UN General-Secretary Antonio Guterres says G20 recovery packages commit twice as much money to fossil fuels than renewable energy sources.
Guterres made the point last week while delivering the 19th Darbari Seth Memorial Lecture, The Rise of Renewables: Shining a Light on a Sustainable Future.
He referenced information released by the International Institute for Sustainable Development (IISD) in the middle of July. The IISD pointed to data made public on the Energy Policy Tracker, a website that tracks climate and energy related recovery policies.
The data showed a total commitment of at least $151 billion from G20 governments in support of fossil fuels. Of that money, only 20% makes financial support conditional on green requirements such a setting climate targets or implementing pollution reduction plans. At the same time $89 billion has been committed to clean energy, but 81% of this support is not contingent on specific appropriate environmental safeguards.
While web news portals are full of stories of policy makers talking about the need for making a green recovery post-COVID-19, the Energy Policy Tracker information shows that fossil fuel producers and high-carbon sectors are currently receiving 70% more recovery aid than the clean energy sector.
In his speech, Guterres added that there has never been more evidence available that pollution from fossil fuels and coal emissions severely damages human health, which places a higher burden on health-care systems.
“This year, researchers in the United States concluded that people living in regions with high levels of air pollution are more likely to die from COVID-19. If fossil fuel emissions were eliminated, overall life expectancy could rise by more than 20 months, avoiding 5.5 million deaths per year, worldwide. Investing in fossil fuels means more death and illness and rising health care costs. It is, simply put, a human disaster and bad economics,” said Guterres.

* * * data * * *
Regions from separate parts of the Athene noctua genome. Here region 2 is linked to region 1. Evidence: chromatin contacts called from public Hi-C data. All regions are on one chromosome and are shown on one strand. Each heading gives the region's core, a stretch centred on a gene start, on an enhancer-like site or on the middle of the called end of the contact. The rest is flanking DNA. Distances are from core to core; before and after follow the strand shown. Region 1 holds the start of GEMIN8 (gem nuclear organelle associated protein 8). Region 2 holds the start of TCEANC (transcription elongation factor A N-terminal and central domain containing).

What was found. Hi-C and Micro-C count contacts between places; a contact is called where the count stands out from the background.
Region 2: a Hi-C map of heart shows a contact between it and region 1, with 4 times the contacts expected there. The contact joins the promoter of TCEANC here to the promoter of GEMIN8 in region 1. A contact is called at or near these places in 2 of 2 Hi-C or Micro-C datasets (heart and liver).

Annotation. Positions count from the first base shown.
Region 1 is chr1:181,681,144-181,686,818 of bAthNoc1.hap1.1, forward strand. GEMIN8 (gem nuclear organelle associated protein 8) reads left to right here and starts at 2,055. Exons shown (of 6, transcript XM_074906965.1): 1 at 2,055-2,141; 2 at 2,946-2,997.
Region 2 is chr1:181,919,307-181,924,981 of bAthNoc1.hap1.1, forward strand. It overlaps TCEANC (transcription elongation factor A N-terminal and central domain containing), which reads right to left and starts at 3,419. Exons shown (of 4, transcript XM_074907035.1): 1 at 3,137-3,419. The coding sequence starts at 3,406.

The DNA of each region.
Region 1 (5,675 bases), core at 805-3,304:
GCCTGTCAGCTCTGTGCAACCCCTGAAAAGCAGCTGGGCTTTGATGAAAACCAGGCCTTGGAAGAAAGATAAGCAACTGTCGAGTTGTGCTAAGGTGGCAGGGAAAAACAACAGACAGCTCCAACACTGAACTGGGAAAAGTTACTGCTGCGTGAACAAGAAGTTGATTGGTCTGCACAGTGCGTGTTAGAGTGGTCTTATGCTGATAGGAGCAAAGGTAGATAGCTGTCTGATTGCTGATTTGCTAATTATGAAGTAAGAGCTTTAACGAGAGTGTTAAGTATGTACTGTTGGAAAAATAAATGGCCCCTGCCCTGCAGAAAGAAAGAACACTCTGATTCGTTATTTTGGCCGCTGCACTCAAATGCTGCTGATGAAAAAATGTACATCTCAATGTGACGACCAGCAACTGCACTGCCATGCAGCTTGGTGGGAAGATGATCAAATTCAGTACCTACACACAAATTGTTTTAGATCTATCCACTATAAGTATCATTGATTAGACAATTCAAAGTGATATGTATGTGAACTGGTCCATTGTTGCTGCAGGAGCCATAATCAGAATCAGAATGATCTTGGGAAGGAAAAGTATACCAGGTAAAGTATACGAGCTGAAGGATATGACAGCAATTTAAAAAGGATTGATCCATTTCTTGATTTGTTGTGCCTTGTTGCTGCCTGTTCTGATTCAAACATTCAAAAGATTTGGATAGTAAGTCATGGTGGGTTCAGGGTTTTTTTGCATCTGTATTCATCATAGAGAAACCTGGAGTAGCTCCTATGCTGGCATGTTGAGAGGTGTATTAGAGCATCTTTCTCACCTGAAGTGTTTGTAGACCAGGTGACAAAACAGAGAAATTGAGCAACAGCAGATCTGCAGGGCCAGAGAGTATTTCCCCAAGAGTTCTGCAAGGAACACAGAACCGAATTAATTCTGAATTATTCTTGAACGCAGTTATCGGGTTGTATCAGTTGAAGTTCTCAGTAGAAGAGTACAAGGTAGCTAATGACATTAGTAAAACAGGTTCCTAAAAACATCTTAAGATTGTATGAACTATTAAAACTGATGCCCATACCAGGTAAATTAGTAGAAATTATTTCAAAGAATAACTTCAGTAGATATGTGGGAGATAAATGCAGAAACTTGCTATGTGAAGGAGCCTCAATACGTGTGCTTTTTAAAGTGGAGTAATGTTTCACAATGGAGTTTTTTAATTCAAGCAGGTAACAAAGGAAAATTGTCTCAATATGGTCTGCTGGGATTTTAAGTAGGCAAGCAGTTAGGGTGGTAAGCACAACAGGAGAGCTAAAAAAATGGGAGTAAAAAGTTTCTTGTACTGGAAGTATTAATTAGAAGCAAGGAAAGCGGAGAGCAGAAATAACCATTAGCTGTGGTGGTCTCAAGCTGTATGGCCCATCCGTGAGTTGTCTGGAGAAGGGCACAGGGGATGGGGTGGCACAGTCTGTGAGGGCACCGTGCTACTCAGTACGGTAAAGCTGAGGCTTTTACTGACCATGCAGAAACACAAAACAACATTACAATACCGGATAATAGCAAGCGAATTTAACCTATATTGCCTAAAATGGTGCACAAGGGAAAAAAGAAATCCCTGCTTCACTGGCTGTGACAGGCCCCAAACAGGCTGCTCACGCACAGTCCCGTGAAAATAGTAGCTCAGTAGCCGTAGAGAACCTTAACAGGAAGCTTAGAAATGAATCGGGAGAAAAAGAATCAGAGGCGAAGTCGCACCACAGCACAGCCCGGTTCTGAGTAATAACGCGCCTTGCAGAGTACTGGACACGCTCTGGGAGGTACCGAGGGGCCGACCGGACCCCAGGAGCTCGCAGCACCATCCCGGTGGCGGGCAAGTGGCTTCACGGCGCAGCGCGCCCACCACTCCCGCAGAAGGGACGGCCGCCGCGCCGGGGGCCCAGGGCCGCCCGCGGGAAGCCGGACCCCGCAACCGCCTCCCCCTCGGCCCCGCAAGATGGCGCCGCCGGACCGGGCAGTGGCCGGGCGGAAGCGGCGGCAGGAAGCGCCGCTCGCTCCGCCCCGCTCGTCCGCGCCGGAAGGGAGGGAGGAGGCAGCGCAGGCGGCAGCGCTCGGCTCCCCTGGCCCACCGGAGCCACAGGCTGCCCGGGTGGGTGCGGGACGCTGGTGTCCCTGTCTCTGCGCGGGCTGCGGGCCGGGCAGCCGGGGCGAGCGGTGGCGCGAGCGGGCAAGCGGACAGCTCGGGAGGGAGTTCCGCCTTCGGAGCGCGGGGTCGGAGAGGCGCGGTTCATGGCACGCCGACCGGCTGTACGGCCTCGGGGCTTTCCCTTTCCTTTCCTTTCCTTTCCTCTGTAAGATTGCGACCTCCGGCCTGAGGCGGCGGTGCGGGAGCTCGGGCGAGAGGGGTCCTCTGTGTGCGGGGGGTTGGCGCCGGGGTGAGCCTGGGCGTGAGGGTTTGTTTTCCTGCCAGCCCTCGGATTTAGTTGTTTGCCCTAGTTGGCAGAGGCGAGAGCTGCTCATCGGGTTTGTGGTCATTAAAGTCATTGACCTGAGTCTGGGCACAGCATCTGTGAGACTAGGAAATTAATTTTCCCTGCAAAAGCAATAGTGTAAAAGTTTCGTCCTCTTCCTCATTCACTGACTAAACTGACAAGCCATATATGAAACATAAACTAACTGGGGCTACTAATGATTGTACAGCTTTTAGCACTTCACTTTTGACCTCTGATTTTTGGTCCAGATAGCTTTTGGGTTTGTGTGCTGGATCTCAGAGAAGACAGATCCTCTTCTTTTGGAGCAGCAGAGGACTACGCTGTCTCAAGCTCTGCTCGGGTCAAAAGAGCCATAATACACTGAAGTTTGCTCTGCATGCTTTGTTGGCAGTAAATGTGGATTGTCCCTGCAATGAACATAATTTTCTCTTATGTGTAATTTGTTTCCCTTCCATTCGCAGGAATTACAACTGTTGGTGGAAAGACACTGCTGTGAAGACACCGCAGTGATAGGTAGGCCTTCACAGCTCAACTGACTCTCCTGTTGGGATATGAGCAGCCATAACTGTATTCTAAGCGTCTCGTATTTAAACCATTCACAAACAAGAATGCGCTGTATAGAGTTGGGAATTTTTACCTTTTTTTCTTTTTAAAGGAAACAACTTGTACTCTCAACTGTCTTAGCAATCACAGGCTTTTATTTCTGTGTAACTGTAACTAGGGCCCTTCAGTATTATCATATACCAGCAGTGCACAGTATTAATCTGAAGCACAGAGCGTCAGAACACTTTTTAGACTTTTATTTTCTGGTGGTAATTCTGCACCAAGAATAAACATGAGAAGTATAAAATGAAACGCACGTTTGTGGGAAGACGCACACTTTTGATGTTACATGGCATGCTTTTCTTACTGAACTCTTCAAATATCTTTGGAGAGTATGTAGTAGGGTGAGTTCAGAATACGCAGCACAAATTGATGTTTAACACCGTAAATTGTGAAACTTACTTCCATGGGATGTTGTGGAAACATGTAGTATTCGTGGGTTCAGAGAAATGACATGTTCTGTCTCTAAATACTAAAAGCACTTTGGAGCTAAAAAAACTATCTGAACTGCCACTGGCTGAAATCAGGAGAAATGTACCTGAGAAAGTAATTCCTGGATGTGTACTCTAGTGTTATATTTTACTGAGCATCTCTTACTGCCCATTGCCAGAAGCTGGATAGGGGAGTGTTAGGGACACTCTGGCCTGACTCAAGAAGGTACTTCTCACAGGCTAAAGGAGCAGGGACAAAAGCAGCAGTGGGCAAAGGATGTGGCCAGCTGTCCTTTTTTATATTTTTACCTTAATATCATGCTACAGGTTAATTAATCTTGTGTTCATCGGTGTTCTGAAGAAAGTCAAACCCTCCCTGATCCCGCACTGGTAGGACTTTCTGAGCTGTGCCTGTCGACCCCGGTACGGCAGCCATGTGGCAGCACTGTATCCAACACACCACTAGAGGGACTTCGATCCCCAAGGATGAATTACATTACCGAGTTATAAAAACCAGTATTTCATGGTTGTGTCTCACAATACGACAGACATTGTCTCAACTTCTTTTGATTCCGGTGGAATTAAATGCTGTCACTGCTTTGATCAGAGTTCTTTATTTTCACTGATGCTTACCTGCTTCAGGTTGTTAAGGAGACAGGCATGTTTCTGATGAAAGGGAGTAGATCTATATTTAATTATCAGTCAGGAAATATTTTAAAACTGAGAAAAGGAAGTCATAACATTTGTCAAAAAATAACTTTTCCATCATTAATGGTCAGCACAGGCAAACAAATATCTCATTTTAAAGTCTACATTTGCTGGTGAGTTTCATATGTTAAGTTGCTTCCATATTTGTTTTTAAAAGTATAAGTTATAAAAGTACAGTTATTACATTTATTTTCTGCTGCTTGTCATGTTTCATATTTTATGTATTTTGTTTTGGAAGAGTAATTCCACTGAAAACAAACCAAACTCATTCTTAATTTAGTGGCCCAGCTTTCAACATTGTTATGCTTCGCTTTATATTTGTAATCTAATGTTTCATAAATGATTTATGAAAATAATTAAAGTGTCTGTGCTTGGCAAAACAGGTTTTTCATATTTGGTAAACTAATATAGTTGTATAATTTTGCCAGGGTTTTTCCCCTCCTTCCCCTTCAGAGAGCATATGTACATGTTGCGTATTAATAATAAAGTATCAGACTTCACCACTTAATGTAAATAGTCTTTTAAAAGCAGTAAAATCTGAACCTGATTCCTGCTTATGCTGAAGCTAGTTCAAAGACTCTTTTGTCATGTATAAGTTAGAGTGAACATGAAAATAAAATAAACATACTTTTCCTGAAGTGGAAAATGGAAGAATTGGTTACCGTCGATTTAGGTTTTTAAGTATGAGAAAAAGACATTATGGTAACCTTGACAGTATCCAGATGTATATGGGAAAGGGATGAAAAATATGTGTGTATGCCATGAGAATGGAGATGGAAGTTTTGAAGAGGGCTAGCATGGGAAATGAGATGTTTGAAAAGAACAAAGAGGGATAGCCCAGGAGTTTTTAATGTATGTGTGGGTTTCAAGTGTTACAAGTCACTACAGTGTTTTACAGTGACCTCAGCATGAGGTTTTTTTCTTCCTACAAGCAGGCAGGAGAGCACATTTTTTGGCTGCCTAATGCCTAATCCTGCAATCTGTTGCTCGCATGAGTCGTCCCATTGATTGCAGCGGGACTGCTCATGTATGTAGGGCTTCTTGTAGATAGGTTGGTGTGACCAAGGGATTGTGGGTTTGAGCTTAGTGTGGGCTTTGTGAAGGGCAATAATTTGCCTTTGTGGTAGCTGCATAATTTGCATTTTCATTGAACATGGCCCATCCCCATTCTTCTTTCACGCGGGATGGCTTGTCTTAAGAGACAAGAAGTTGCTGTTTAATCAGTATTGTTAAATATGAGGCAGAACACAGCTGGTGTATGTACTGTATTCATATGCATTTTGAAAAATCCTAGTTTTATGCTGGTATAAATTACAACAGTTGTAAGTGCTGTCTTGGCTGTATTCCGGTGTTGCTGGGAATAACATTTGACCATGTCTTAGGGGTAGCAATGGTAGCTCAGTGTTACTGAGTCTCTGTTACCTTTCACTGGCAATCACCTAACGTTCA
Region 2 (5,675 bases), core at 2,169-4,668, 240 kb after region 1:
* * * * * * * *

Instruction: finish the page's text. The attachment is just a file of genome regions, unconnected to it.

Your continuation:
Making the case for renewable energy in India
UN General-Secretary pointed out that the cost of renewable energy has fallen so much that it is already cheaper to build new renewable energy capacity than it is to continue operating 39% of the world’s existing coal capacity. “This share of uncompetitive coal plants will rapidly increase to 60% by 2022.”
Guterres used the example of India where 85% of coal plants will be uncompetitive by 2025. “This is why the world’s largest investors are increasingly abandoning coal. They see the writing on the wall. It spells stranded assets and makes no commercial sense,” he said.
Harking back to the reason for his memorial speech, Guterres pointed out that Darbari Seth was a climate action pioneer who stressed that India had to end its reliance on costly, polluting fossil fuels and instead invest in clean, economically resilient solar power.
“India has all the ingredients for exerting leadership at home and abroad envisioned by Darbari Seth. The drivers are poverty alleviation and universal energy access – two of India’s top priorities. Scaling up clean energy, particularly solar, is the recipe of solving both. The advantages of India’s renewable energy resources are plain to see: They are low cost, protected from volatile commodities market, and offer three times the job potential of fossil fuel power plants. And, they can improve air quality at a time when our cities are literally choking.”
India’s relationship with fossil fuels is microcosm of the world
The Intergovernmental Panel on Climate Change special report on the 1.5˚C goal of the Paris Agreement shows that if this temperature is breached, India will face the brunt of the climate crises. The Asian country will endure more intense heatwaves, floods and droughts, increased water stress and reduced food production.
“Our challenge is urgent and clear. To limit temperature increase to 1.5˚C, global emissions need to be halved by 2030 and the world will need to be carbon neutral before 2050.
“These goals are still achievable. As governments mobilise trillions of dollars to recover from the COVID-19 pandemic, their decisions will have climate consequences for decades. These choices can either propel climate action forward or set us back years, which science says we cannot afford.
“Invest in green jobs. Do not bail out pollution industries. End fossil-fuel subsidies. Take climate risk into account in all financial and policy decisions. Work together. Most important, leave no one behind,” said Guterres.